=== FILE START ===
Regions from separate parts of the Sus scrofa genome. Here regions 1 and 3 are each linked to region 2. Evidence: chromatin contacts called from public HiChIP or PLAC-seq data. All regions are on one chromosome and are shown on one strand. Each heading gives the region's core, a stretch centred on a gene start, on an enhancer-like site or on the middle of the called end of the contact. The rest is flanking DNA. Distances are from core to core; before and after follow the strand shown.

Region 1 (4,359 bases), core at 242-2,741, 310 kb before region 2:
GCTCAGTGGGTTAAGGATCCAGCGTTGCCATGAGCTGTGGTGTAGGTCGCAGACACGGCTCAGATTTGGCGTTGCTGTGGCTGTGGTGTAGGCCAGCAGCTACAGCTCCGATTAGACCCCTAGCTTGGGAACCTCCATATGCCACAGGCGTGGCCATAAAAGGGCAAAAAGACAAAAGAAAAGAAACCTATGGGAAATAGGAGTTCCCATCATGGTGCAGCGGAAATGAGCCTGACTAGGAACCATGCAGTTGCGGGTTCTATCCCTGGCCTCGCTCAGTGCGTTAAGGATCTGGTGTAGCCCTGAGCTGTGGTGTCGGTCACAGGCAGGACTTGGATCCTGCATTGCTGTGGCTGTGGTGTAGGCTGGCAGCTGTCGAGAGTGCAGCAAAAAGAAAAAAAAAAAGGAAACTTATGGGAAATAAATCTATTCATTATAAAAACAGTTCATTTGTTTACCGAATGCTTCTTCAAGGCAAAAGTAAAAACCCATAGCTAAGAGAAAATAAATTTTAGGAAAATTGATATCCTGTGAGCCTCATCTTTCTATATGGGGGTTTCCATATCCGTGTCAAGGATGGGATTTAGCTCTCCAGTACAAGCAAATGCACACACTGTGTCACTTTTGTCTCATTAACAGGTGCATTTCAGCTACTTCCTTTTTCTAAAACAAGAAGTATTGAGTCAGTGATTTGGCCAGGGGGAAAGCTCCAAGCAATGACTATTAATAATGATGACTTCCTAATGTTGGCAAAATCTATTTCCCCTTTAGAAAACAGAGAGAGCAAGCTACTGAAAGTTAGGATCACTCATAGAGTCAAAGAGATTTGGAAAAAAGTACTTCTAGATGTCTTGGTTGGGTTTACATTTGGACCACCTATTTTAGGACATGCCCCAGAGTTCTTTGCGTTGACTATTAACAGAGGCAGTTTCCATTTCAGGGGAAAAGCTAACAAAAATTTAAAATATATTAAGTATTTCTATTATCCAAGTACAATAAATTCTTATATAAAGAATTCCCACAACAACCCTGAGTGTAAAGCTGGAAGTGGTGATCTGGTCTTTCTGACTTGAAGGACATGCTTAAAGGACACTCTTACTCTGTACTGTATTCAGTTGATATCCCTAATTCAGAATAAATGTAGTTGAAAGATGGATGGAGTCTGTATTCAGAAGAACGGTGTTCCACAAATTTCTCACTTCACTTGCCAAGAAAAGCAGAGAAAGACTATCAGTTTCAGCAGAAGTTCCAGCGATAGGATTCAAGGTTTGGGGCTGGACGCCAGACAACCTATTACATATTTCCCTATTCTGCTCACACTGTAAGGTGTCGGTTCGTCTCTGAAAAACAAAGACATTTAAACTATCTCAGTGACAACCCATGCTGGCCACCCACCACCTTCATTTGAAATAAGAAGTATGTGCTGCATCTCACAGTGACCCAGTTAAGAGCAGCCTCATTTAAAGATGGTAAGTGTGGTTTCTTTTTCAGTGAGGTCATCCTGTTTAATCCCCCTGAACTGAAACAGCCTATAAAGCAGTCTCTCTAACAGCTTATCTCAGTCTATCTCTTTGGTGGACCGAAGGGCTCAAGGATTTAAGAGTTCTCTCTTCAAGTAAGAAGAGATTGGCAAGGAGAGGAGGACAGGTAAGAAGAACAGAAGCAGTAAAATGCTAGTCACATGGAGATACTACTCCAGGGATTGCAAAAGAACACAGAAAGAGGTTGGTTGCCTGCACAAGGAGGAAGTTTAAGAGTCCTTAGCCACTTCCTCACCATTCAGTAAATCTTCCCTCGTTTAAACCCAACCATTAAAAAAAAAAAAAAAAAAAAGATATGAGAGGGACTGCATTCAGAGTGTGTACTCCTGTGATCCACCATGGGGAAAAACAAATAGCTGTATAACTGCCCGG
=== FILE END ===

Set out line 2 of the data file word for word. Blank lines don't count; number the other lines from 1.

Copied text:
Region 1 (4,359 bases), core at 242-2,741, 310 kb before region 2: